During the COVID-19 pandemic, Terra State employees have been working to find ways to help businesses and people in need. Due to a shortage of supplies, the Stay at Home Order, the demand on essential businesses and more, people are struggling.
Terra State employees have lent a helping hand.
“It’s nice to see the community coming together to help one another in times like these,” said Terra State President Dr. Ron Schumacher.
English Professor Steve Mohr volunteered to serve as a delivery driver for two local businesses in Tiffin in need of support, Admissions Counselor Tabitha Metz baked and delivered bread with her kids to friends and family who couldn’t find any at the stores, Grant Writer Beth Bower and her husband donated money to displaced workers and took meals to people who were unable to leave their homes and American Sign Language (ASL) Interpreter Paula Young is sewing masks for those in need.
“It’s easy to get down at this time. We miss our students and our work families,” said Bower. “But we have much to be thankful for. I think if we focus on that, we will get through this and will be better in the end.”
The Terra maintenance department has donated 24 protective suits to the Sandusky County Emergency Management Agency (EMA). “We recently found the suits sitting on a shelf and, with everything going on with COVID-19, we decided they would be better utilized by first responders,” said Director of Campus Safety/Facility Operations Duane Kimmet.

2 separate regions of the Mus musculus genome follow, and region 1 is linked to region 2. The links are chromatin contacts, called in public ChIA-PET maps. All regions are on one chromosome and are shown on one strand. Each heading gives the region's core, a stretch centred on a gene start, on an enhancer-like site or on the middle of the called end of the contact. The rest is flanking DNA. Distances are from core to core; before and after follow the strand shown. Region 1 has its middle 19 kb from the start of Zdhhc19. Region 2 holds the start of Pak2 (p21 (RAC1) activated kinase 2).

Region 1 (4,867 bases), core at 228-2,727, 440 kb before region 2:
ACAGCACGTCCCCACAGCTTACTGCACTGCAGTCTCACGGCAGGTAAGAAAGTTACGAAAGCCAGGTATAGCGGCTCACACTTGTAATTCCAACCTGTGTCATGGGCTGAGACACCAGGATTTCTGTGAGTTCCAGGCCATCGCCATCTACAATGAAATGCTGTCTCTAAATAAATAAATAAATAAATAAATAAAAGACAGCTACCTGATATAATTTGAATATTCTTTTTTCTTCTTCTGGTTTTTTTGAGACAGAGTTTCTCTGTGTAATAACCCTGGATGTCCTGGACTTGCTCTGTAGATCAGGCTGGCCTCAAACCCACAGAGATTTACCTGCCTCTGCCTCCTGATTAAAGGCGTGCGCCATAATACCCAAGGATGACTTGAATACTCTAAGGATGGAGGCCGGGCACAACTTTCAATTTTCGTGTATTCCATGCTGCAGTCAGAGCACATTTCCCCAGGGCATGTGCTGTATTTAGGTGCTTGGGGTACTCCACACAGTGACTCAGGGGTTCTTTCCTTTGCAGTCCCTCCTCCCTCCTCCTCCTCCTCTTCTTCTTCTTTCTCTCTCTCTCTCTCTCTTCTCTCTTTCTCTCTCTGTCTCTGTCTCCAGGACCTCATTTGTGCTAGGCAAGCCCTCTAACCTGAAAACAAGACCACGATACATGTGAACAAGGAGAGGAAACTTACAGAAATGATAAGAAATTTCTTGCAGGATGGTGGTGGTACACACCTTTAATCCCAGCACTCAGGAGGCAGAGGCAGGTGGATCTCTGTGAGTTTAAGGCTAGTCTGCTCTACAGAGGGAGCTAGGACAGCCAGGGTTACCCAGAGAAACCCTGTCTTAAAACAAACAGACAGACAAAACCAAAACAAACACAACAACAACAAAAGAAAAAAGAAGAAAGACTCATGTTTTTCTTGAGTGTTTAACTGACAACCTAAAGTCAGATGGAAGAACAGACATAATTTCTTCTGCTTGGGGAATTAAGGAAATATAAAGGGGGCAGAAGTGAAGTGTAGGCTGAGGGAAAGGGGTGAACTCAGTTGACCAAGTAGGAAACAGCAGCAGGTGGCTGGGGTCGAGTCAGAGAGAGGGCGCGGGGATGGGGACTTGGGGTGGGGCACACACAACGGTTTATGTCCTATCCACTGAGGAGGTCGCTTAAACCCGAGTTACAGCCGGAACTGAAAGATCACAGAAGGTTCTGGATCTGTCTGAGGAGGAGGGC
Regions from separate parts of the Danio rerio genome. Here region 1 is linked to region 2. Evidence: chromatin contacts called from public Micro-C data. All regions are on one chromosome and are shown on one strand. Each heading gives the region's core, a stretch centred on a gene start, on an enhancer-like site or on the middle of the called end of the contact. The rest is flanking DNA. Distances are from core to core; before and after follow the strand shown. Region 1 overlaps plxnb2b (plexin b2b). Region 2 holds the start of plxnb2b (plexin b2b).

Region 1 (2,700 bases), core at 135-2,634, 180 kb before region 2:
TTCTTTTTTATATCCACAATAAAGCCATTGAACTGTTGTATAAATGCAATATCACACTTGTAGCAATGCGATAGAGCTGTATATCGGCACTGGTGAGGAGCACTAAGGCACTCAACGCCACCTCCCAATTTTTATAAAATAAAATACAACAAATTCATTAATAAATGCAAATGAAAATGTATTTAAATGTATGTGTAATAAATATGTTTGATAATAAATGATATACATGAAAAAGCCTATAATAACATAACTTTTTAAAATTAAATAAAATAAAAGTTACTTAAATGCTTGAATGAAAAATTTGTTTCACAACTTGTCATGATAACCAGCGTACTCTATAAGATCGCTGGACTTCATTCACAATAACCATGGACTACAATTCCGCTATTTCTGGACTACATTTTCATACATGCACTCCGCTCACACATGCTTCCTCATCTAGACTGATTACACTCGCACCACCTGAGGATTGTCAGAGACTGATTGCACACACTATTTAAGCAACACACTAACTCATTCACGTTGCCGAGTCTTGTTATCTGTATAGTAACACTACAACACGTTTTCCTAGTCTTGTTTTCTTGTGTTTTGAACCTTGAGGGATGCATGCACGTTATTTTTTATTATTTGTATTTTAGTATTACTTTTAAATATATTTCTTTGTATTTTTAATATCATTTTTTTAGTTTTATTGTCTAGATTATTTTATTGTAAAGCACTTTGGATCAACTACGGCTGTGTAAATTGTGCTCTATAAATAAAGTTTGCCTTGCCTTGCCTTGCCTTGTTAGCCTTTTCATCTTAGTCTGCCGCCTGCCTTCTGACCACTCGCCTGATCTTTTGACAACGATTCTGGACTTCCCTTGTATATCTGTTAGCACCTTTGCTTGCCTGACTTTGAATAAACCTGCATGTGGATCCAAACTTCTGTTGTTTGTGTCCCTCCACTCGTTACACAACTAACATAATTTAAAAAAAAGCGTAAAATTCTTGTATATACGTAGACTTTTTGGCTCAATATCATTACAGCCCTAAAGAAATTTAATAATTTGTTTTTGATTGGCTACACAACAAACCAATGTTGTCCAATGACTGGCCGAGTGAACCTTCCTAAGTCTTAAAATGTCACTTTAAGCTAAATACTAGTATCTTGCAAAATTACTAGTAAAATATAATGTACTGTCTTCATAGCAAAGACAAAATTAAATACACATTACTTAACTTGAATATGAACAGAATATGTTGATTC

Because of the national shortage of personal protective equipment (PPE), The Allied Health, Nursing and Science (AHNS) division donated masks, gloves, gowns and other various medical supplies to the ProMedica Memorial Hospital in Fremont.
Nursing Instructor Ryan Heichel has been volunteering on the COVID-19 unit at Firelands Regional Medical Center. “The hospital put together an entire negative pressure unit to house suspected cases,” Heichel said. “I was there the night it opened and helped spot potential concerns. I expect to spend a lot of time there in the coming weeks.”
Crescent Manufacturing, who manufactures equipment including surgical blades and blades for the food processing industry, is screening their employees as a safety precaution, but had to order thermometers because of the large demand. So, Terra State’s campus safety department is loaning one of their temporal thermometers until their order arrives.
The Power Technologies program plans to donate 50-60 boxes of gloves to the Sandusky County EMA next week.
“I’m incredibly proud of the work our fellow Titans have done in response to the growing needs of our community due to COVID-19,” said Schumacher. “We’re in this together and we will continue to move forward.”